Coronavirus has forced everyone into becoming smug runners
The coronavirus pandemic has ignited a new plague of pests that are swarming the streets: smug runners.
With gyms closed, yogalates cancelled and all those too-expensive and annoyingly trendy group fitness classes in lockdown, fitness addicts are now hitting the streets and pounding the pavement.
There's nothing like the smugness of a runner. Runners who have been running for years are exempt from that sweeping statement. The smugness is really found in people who have just started running.
People who start running are the same as people who join F45 or my elderly neighbour Judith who has just discovered ABC iview - they don't shut up about it. It's used as a personality trait and they get very cocky about it.
No one cares about your PB. And I also won't be watching any of those documentaries you keep telling me to watch, Judith.
Runners who have just started running love nothing more than telling people they're about to go for a run and then, after they've run, they can't wait to tell us all they've just been for a run.
It's even worse if a runner starts talking to another runner. Then it's a race to one-up each other with how many kilometres they've run.
Next time someone on your Houseparty chat brags about the 10 kilometres they ran that day, just shrug and say, "Ah nice, I ran 12."
But be prepared. They'll probably pull up their running app and show everyone the exact co-ordinates of their running trail.
Why is everyone now running? Sure, it's one of the only things we're legally allowed to do outside our homes. But mainly it just fools us into thinking we've reversed all the bad decisions we've been making.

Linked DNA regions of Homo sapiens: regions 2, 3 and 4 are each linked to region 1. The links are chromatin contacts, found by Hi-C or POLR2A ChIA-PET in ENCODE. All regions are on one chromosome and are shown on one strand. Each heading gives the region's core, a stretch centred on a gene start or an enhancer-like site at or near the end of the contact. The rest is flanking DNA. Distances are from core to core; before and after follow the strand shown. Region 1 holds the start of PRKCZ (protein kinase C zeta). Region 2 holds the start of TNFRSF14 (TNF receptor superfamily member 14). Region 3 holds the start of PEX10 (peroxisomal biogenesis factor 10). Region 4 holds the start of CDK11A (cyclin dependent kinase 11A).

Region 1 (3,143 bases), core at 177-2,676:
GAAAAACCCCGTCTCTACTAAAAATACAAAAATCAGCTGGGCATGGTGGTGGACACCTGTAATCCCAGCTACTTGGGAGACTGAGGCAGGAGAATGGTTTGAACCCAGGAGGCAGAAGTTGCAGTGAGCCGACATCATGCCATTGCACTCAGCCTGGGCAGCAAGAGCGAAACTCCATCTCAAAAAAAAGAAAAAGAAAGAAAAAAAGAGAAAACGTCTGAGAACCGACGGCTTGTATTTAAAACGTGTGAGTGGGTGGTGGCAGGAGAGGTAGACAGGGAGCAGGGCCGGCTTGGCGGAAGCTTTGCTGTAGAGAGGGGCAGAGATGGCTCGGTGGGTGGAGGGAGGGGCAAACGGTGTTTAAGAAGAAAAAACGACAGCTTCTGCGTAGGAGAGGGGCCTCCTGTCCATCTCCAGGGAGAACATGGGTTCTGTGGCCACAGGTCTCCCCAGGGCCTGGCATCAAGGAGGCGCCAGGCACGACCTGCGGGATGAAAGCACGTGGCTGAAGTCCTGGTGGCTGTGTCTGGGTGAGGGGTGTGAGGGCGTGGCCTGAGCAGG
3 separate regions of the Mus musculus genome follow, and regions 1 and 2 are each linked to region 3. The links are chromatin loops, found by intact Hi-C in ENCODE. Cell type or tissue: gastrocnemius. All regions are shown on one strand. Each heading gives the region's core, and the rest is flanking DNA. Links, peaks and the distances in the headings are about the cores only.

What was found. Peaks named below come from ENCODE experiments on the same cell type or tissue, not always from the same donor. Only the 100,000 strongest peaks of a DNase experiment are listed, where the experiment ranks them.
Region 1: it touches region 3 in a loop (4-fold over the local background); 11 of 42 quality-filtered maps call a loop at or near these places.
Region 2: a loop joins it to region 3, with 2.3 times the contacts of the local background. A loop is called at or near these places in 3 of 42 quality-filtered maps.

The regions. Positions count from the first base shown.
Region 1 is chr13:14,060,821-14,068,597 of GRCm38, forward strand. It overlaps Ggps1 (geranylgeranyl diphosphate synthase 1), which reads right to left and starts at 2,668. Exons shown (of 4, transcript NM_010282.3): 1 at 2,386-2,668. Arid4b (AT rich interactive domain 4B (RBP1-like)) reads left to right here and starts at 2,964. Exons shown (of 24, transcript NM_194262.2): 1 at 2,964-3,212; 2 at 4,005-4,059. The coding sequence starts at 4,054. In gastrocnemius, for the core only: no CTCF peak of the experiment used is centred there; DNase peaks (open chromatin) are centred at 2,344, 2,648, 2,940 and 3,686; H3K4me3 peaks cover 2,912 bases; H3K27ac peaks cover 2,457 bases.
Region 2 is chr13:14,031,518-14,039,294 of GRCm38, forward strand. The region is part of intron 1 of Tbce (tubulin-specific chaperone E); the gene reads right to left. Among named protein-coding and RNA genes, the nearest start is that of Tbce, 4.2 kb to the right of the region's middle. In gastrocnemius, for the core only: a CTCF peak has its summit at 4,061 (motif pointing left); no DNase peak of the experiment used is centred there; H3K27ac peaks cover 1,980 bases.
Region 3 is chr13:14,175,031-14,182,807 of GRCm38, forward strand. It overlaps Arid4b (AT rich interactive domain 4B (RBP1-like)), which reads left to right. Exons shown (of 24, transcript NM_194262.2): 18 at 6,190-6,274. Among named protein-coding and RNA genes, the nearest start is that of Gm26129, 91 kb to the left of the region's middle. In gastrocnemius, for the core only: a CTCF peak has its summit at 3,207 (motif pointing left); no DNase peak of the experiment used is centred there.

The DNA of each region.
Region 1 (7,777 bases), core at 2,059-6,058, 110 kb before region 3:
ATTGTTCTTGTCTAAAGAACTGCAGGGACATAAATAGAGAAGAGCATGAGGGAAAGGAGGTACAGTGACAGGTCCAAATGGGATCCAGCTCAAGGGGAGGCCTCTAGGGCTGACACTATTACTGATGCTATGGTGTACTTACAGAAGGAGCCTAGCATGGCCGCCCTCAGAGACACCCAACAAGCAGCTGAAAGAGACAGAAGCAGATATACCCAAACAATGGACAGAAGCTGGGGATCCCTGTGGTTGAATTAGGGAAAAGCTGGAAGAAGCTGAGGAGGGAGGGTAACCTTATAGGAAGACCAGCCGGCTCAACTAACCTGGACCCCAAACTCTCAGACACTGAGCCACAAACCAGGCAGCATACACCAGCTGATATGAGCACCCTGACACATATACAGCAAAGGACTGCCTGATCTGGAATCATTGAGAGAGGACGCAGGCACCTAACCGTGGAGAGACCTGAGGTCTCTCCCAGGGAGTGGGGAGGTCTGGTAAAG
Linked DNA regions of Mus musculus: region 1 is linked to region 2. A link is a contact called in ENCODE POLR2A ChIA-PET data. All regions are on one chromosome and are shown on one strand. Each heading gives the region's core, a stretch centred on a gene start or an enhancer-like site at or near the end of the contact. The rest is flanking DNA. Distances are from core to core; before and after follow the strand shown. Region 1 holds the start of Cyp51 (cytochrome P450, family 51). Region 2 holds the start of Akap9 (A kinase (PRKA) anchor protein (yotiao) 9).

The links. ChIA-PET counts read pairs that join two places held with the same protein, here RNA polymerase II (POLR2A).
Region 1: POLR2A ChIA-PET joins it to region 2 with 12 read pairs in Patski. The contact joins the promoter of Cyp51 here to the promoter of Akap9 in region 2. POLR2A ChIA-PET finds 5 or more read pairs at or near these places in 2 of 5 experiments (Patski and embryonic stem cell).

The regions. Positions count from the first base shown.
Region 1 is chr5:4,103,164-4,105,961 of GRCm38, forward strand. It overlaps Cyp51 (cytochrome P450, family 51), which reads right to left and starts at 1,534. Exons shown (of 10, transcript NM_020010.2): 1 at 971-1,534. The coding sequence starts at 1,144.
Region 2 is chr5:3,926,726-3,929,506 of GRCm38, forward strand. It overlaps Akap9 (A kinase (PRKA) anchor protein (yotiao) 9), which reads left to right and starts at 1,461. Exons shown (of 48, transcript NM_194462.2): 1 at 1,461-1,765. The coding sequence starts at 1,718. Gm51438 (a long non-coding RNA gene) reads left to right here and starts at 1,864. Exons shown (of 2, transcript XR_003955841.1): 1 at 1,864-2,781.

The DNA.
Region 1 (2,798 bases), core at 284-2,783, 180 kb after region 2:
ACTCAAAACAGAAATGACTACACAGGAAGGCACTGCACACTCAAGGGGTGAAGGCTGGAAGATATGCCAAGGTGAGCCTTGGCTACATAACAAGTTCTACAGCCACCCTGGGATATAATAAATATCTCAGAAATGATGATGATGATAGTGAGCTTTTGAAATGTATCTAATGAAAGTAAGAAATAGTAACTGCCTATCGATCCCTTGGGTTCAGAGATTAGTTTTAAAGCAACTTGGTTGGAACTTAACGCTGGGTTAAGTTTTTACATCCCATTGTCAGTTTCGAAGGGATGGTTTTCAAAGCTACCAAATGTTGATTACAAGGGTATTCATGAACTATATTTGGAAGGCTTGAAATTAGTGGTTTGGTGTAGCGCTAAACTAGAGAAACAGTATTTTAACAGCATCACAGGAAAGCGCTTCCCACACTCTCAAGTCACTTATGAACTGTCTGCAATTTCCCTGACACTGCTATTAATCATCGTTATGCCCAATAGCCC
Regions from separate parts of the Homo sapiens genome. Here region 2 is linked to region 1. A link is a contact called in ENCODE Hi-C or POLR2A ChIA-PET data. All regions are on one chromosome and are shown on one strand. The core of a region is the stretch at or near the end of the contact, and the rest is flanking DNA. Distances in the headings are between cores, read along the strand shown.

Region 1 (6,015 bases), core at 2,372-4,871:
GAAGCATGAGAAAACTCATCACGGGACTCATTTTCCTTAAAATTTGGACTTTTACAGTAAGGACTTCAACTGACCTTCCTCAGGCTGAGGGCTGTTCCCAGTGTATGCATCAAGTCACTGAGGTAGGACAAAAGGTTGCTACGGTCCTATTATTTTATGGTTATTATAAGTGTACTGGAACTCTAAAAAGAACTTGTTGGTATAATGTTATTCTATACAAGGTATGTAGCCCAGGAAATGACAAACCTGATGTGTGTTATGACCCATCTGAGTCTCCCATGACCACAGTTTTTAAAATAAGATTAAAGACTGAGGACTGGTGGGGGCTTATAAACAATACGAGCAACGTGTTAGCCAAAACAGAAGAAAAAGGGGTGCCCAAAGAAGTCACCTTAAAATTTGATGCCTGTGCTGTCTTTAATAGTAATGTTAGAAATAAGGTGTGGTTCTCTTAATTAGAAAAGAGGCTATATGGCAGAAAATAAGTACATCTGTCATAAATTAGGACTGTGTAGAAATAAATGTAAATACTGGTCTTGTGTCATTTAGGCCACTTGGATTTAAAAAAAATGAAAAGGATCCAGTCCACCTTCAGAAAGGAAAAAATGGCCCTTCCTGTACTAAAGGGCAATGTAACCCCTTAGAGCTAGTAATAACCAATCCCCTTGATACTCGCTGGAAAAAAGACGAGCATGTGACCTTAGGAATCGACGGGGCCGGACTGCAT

We're all eating rubbish non-stop and drinking more than we'll admit to our doctors or ourselves, and we've somehow calculated the way to even it all out is by going for a quick run. We're living in a time where days of the week blur together and our logic is equally as fuzzy.
Of course, all this running while still eating junk will lead to us being, what leading medical professionals call, "skinny fat".
At a low point last week I even became one of those pests who have taken up running on a whim. As I galloped past a couple, the boyfriend sighed to his partner that he should probably become a runner too.
Guys, I was mistaken for a real runner. Increasing speed and bounding ahead of them - those mere walkers wishing they could be runners - I finally felt the surge of smugness that other runners feel.
Then I got a stitch and collapsed on a median strip.
Originally published as New COVID plague infesting Aussie streets